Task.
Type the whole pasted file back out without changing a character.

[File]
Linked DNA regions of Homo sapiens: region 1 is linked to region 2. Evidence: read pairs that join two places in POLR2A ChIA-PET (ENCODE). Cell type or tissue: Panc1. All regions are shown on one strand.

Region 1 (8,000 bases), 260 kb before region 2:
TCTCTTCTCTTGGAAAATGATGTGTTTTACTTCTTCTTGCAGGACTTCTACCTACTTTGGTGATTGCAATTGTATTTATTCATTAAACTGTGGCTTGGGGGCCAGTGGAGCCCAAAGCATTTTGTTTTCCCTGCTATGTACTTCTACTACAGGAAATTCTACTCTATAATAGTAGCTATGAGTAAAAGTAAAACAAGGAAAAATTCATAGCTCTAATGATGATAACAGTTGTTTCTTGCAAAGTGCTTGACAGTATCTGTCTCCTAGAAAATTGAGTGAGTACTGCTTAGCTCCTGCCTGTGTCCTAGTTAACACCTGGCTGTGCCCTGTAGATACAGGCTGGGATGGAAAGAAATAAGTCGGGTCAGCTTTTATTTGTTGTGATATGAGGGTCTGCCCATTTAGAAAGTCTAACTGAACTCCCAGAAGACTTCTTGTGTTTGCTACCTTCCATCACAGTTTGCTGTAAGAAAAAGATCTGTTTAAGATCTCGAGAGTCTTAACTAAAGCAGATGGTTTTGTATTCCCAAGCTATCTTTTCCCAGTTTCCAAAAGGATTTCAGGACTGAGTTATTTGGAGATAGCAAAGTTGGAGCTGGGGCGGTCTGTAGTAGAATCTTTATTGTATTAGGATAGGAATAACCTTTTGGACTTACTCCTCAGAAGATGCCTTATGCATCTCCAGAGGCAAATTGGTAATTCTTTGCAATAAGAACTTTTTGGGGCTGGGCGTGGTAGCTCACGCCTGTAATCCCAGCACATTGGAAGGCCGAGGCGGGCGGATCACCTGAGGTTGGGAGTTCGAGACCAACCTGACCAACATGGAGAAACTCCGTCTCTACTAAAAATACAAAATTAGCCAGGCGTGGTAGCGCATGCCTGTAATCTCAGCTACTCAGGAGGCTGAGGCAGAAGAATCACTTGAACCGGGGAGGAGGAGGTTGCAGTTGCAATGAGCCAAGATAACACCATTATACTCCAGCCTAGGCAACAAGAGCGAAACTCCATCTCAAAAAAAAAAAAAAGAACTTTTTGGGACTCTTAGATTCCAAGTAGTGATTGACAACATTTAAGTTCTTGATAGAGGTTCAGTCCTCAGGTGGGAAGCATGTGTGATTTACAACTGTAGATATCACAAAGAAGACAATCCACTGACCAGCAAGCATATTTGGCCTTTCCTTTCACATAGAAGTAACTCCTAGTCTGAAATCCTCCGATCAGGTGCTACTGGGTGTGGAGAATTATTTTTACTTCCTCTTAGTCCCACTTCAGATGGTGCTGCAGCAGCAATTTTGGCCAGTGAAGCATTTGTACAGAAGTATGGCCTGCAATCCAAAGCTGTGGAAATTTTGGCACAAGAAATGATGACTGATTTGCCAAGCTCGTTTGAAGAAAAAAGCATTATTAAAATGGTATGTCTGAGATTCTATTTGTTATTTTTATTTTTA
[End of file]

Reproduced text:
Linked DNA regions of Homo sapiens: region 1 is linked to region 2. Evidence: read pairs that join two places in POLR2A ChIA-PET (ENCODE). Cell type or tissue: Panc1. All regions are shown on one strand.

Region 1 (8,000 bases), 260 kb before region 2:
TCTCTTCTCTTGGAAAATGATGTGTTTTACTTCTTCTTGCAGGACTTCTACCTACTTTGGTGATTGCAATTGTATTTATTCATTAAACTGTGGCTTGGGGGCCAGTGGAGCCCAAAGCATTTTGTTTTCCCTGCTATGTACTTCTACTACAGGAAATTCTACTCTATAATAGTAGCTATGAGTAAAAGTAAAACAAGGAAAAATTCATAGCTCTAATGATGATAACAGTTGTTTCTTGCAAAGTGCTTGACAGTATCTGTCTCCTAGAAAATTGAGTGAGTACTGCTTAGCTCCTGCCTGTGTCCTAGTTAACACCTGGCTGTGCCCTGTAGATACAGGCTGGGATGGAAAGAAATAAGTCGGGTCAGCTTTTATTTGTTGTGATATGAGGGTCTGCCCATTTAGAAAGTCTAACTGAACTCCCAGAAGACTTCTTGTGTTTGCTACCTTCCATCACAGTTTGCTGTAAGAAAAAGATCTGTTTAAGATCTCGAGAGTCTTAACTAAAGCAGATGGTTTTGTATTCCCAAGCTATCTTTTCCCAGTTTCCAAAAGGATTTCAGGACTGAGTTATTTGGAGATAGCAAAGTTGGAGCTGGGGCGGTCTGTAGTAGAATCTTTATTGTATTAGGATAGGAATAACCTTTTGGACTTACTCCTCAGAAGATGCCTTATGCATCTCCAGAGGCAAATTGGTAATTCTTTGCAATAAGAACTTTTTGGGGCTGGGCGTGGTAGCTCACGCCTGTAATCCCAGCACATTGGAAGGCCGAGGCGGGCGGATCACCTGAGGTTGGGAGTTCGAGACCAACCTGACCAACATGGAGAAACTCCGTCTCTACTAAAAATACAAAATTAGCCAGGCGTGGTAGCGCATGCCTGTAATCTCAGCTACTCAGGAGGCTGAGGCAGAAGAATCACTTGAACCGGGGAGGAGGAGGTTGCAGTTGCAATGAGCCAAGATAACACCATTATACTCCAGCCTAGGCAACAAGAGCGAAACTCCATCTCAAAAAAAAAAAAAAGAACTTTTTGGGACTCTTAGATTCCAAGTAGTGATTGACAACATTTAAGTTCTTGATAGAGGTTCAGTCCTCAGGTGGGAAGCATGTGTGATTTACAACTGTAGATATCACAAAGAAGACAATCCACTGACCAGCAAGCATATTTGGCCTTTCCTTTCACATAGAAGTAACTCCTAGTCTGAAATCCTCCGATCAGGTGCTACTGGGTGTGGAGAATTATTTTTACTTCCTCTTAGTCCCACTTCAGATGGTGCTGCAGCAGCAATTTTGGCCAGTGAAGCATTTGTACAGAAGTATGGCCTGCAATCCAAAGCTGTGGAAATTTTGGCACAAGAAATGATGACTGATTTGCCAAGCTCGTTTGAAGAAAAAAGCATTATTAAAATGGTATGTCTGAGATTCTATTTGTTATTTTTATTTTTA